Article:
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Fact vs. Fiction: What Employers Need to Know About Self-Funding

In today’s business climate, employers need benefits solutions as resourceful and cutting-edge as the organizations they run.

Each year, employers find themselves battling significant increases on their health insurance plans and prescription drug spending, forcing the employer to make tough decisions that affect not only their bottom line but the quality of benefits they offer. Businesses either end up absorbing the increases, passing the buck off on employees, making benefit changes, or a combination of the three.

Historically, self-funded health plans have been most useful for larger companies, but as health costs continue to climb, self-insurance has become a viable option for many employers of all sizes as a cost-effective way of managing health plans they offer to their employees.

However, there are many misconceptions about self-funding that require clarification. Check out the list below to find out the truth about these commonly accepted self-funded myths:

Fact vs. Fiction: Dispelling 4 Myths About Self-Funding

Myth #1: Self-funded plans over-expose my company to risk.

Fact #1: Self-funded plans themselves do not over-expose companies to risk, lack of plan strategy does. Although the words “self-funding” invoke great fear among some business owners, the funding mechanism itself is not usually the cause of unaccounted-for liability. In most cases, it's the lack of planning that can make an employer hesitate. In reality, self-funded plans allow you to control the exact amount of risk you feel comfortable assuming. They bring flexibility, so a company can choose its own risk tolerance vs. having it dictated by a health insurance carrier.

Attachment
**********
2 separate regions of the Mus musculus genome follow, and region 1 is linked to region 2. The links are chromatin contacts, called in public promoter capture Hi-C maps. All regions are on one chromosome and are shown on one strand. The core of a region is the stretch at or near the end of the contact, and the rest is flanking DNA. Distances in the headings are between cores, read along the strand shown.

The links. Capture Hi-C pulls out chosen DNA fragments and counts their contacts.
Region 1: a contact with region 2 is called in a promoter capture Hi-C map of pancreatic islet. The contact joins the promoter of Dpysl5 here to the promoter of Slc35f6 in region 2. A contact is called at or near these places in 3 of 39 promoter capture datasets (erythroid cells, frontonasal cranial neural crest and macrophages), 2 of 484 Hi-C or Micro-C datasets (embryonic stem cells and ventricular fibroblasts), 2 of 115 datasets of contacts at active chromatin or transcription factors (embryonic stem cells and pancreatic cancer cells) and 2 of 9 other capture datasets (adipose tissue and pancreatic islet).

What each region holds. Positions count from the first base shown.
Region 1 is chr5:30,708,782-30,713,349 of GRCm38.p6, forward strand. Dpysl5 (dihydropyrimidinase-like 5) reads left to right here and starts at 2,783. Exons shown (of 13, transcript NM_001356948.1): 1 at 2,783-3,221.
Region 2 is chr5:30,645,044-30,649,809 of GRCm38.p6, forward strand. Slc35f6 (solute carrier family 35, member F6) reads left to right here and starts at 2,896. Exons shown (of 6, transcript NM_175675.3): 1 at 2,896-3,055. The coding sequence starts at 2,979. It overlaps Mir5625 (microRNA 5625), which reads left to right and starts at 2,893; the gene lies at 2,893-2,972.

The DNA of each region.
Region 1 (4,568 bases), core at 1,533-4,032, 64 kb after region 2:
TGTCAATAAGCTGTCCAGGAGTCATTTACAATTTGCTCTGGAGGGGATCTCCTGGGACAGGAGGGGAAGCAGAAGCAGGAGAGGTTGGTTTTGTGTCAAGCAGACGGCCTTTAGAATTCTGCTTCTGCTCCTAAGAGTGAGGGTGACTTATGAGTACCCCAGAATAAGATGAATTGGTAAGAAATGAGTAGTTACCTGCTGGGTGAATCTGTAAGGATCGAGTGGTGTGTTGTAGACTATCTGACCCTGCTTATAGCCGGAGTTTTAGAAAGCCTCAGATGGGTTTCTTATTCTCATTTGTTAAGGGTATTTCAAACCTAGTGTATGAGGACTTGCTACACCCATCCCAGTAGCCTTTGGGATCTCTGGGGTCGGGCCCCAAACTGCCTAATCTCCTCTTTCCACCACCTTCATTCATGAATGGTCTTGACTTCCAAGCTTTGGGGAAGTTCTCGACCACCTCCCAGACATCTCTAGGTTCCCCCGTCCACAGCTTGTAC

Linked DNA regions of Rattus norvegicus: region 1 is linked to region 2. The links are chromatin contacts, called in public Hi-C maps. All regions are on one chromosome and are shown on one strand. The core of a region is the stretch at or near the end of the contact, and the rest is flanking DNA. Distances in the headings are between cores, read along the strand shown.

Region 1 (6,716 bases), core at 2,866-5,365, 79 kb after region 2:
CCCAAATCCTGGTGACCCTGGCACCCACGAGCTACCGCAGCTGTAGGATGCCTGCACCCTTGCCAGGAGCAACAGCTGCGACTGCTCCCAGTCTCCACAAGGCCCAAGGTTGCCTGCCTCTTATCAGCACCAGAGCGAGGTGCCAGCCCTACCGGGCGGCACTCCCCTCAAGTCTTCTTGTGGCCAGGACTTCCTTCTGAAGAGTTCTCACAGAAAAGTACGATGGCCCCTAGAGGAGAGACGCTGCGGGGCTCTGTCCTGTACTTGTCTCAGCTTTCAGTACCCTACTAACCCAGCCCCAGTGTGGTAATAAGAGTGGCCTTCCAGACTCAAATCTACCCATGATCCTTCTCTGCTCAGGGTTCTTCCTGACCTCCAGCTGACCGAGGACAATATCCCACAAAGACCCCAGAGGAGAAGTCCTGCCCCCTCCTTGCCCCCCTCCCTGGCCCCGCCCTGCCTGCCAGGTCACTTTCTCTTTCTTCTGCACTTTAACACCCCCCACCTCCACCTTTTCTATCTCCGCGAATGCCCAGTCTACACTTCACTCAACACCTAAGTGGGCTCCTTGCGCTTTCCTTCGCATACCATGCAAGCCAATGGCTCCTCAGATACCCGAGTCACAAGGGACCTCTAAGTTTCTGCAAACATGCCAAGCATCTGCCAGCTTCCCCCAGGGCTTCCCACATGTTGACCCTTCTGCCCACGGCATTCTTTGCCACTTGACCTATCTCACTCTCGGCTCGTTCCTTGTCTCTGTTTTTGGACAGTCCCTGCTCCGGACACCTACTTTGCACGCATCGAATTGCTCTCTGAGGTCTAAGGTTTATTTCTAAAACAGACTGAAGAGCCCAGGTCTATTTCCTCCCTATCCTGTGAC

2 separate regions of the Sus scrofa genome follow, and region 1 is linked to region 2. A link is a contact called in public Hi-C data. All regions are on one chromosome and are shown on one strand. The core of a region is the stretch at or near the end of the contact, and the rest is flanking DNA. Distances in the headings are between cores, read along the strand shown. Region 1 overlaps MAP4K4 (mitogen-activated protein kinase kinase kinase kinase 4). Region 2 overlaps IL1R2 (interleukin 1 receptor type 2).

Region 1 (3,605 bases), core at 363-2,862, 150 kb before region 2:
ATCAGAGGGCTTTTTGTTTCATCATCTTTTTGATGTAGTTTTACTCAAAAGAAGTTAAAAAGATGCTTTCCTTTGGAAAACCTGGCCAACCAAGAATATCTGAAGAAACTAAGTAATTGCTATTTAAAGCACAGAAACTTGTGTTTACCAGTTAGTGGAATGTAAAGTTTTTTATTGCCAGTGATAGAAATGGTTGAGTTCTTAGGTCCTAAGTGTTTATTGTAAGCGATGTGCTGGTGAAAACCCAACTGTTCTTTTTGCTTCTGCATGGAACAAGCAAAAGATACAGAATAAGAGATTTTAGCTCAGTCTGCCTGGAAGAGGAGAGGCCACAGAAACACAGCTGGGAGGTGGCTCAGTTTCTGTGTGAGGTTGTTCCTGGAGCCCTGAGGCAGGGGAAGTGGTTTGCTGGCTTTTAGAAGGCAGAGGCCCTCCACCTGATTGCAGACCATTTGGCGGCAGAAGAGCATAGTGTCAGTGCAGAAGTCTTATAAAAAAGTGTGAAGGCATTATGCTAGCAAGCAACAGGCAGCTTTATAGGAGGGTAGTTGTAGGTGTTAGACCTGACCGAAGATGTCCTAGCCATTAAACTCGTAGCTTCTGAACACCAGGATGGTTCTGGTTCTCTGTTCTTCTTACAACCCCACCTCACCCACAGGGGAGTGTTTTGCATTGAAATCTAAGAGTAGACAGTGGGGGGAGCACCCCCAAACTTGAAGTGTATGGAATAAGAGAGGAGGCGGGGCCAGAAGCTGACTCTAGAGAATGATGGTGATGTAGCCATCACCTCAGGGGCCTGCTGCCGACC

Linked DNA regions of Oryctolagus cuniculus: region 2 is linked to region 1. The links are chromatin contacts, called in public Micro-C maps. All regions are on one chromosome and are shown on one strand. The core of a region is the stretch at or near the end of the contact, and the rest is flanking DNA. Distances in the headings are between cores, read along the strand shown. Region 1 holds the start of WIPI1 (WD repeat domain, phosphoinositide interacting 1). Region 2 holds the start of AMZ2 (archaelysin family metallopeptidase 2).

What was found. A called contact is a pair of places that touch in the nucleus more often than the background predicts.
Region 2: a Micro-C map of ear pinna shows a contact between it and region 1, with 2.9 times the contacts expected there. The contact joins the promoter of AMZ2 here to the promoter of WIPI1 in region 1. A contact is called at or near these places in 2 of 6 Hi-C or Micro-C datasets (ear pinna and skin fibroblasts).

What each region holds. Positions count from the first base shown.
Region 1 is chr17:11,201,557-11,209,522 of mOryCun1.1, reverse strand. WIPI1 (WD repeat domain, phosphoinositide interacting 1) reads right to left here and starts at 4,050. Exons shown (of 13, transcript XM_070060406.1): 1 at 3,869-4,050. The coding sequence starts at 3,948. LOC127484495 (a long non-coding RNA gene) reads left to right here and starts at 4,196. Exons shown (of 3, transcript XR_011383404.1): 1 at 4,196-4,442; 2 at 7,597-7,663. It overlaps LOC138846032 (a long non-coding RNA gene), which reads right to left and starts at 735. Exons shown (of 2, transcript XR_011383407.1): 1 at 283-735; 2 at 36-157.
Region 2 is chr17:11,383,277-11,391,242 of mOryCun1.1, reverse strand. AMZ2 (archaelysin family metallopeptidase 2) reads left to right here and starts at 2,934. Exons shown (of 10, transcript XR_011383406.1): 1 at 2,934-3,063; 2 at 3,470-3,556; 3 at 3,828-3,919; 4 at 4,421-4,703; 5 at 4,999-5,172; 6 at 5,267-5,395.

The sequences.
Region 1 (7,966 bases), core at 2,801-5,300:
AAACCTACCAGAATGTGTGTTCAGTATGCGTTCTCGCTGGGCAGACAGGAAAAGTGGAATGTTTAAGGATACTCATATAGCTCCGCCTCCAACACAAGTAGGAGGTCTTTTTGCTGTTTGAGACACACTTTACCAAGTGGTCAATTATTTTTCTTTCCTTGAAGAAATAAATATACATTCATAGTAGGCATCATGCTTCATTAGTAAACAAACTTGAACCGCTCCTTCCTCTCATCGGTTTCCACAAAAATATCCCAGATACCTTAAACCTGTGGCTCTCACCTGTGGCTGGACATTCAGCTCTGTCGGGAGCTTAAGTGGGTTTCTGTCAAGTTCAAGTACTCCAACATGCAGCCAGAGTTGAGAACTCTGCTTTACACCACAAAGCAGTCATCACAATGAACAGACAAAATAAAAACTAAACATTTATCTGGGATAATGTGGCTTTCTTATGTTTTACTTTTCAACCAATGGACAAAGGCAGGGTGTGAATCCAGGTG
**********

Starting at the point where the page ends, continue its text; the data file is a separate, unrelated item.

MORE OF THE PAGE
Myth #2: Self-funded plans are not a fit for a smaller company.

Fact #2: Self-funded plans that many large national carriers offer may not be a fit for smaller businesses, however, some companies will self-insure down to two employees. Most partially self-funded options begin with 10-25 employees. There are many mechanisms now that eliminate unnecessary risk. For example, some states allow stop loss levels down to $6,500 and many plans offer additional features such as monthly accommodation.

Myth #3: I will get stuck in the self-funded arrangement.

Fact #3: Some time ago, smaller companies were known for selling plans without the traditional self-funded risk that had tails at the end. Those tails included costs business owners had not taken into consideration when purchasing the plan and included terminals. Today, especially in the partially self-funded world, terminals may not even exist in the plan. If they do, often they are spelled out and can be accounted for and funded at the beginning of the plan, so business owners may leave a carrier if there is a more competitive option available. As with any plan, it is essential to understand the structure and contract provisions on the front end so there are no surprises.

Myth #4: Self-funded plans are too complex for my company to understand.

Fact #4: While some self-funded plans have many additional facets for employers to consider such as reserves, terminals, etc., many self-funded plans mimic fully insured plans in that the complexity and other decisions are eliminated. One point to consider is sometimes the additional facets or triggers can be helpful in controlling costs and making long-term plans. It is critical to have a team who understands every trigger and can execute proactive engagement in the plan to look out for your company’s best interests.

All in all, arguably the most significant asset offered by self-funding is the complete freedom to structure benefits according to the needs of your company—regardless of size.

For more information on how to fine-tune your company health plan and save money, read OneDigital's Cost Containment Playbook, which has 25 strategies for healthcare, pharmacy, and workforce optimization.